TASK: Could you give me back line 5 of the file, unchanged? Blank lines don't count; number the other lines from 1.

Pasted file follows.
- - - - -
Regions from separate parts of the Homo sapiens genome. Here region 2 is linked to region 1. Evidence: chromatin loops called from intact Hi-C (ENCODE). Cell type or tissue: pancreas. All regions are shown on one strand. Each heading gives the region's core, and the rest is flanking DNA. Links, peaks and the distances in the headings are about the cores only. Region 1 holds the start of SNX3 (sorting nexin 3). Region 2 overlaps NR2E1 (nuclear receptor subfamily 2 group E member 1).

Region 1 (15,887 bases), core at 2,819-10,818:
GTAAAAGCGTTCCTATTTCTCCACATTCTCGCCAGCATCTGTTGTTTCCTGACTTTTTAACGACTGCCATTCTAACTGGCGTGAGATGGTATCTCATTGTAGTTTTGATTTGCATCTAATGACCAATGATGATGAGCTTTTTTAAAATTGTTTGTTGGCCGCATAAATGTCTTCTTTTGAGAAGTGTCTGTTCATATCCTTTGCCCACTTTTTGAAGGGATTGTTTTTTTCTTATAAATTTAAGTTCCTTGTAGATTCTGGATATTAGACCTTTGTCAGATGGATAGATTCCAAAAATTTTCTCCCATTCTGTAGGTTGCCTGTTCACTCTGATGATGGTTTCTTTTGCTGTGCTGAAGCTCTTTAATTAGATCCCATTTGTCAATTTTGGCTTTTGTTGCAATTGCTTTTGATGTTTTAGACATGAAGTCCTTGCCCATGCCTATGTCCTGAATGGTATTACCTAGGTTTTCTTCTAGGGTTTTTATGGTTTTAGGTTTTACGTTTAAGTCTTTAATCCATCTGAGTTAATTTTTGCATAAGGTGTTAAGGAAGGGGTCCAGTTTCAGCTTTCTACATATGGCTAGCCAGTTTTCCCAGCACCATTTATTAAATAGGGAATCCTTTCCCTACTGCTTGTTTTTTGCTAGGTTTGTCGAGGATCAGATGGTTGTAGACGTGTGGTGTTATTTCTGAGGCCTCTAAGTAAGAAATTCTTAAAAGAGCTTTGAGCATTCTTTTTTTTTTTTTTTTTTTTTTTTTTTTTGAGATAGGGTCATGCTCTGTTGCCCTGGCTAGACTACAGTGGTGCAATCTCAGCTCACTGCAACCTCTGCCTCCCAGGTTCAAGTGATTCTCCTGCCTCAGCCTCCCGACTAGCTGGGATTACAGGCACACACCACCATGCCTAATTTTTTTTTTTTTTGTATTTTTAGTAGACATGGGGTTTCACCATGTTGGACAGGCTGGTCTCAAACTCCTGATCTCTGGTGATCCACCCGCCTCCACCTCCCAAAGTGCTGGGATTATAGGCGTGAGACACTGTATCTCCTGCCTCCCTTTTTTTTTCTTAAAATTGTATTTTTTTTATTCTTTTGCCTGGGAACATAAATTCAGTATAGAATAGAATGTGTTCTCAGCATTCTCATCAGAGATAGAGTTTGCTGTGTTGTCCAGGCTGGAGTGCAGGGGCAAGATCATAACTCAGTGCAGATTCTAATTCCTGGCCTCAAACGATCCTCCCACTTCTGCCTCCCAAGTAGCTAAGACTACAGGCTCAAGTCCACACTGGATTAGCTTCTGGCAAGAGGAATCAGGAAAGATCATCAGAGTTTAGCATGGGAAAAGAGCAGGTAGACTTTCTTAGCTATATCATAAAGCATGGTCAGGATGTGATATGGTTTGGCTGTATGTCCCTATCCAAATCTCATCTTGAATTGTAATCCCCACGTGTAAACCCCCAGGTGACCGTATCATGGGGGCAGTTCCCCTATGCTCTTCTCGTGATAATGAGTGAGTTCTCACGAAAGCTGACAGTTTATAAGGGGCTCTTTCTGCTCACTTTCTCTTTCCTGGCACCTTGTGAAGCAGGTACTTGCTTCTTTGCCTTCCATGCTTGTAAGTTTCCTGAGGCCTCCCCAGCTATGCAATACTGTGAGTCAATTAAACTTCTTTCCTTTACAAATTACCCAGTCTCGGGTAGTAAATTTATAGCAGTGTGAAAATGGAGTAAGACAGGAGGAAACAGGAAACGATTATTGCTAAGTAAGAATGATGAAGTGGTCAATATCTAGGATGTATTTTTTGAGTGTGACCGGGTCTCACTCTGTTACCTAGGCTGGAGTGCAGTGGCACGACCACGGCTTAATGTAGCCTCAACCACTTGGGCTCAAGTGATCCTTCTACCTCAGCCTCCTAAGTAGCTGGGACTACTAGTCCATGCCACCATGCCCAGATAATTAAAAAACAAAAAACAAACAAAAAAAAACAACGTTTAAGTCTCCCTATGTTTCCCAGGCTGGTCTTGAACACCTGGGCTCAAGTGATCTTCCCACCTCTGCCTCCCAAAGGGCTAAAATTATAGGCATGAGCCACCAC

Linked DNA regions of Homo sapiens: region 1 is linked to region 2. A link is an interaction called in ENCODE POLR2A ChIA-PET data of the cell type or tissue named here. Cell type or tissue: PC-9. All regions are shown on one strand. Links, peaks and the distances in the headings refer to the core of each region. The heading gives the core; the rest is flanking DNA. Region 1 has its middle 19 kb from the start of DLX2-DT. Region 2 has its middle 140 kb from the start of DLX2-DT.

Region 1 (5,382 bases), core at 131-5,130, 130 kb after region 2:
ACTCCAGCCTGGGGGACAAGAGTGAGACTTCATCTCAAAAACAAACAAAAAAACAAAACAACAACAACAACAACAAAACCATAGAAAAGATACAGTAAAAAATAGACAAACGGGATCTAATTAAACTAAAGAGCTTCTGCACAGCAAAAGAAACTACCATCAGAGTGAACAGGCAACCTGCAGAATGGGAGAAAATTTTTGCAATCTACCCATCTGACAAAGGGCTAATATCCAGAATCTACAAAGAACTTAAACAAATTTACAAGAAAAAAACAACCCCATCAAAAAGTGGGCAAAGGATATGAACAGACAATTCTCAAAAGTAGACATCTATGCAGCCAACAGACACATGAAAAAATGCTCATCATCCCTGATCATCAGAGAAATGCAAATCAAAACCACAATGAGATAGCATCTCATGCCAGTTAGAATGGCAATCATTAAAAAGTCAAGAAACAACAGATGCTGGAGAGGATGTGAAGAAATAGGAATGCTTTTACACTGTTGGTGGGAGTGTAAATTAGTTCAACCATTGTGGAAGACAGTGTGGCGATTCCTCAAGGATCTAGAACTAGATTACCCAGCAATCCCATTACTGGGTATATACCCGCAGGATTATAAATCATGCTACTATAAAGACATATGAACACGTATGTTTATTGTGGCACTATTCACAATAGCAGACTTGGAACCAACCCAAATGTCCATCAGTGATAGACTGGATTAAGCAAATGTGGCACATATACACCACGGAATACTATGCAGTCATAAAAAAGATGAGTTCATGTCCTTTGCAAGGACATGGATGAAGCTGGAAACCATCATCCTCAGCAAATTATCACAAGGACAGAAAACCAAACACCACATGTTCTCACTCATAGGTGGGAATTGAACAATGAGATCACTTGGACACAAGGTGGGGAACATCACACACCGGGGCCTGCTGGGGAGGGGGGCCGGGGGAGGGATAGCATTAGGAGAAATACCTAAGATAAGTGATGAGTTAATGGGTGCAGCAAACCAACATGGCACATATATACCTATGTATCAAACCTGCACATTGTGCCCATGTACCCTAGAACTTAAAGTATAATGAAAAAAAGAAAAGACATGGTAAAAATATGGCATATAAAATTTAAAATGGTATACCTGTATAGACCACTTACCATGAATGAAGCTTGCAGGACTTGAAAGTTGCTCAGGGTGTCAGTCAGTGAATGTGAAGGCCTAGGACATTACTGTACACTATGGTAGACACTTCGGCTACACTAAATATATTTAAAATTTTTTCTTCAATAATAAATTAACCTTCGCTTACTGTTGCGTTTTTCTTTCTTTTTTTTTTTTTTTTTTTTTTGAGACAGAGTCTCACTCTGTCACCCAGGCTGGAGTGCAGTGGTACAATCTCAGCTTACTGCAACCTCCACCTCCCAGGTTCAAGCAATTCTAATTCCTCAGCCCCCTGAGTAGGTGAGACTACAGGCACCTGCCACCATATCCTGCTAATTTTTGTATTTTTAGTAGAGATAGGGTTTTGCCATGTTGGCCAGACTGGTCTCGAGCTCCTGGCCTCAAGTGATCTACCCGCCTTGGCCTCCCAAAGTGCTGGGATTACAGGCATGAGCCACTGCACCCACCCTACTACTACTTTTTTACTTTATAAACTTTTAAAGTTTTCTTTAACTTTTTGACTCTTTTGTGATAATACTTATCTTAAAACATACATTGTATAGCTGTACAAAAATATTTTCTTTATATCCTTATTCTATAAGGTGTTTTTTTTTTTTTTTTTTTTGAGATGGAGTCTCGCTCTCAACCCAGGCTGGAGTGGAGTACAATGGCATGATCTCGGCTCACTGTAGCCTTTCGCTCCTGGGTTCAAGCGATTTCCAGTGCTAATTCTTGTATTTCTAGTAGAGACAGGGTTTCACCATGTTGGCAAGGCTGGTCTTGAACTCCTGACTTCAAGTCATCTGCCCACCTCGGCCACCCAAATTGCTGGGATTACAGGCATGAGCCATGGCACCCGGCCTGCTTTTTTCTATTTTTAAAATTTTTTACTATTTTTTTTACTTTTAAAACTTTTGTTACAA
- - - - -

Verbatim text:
Region 1 (5,382 bases), core at 131-5,130, 130 kb after region 2: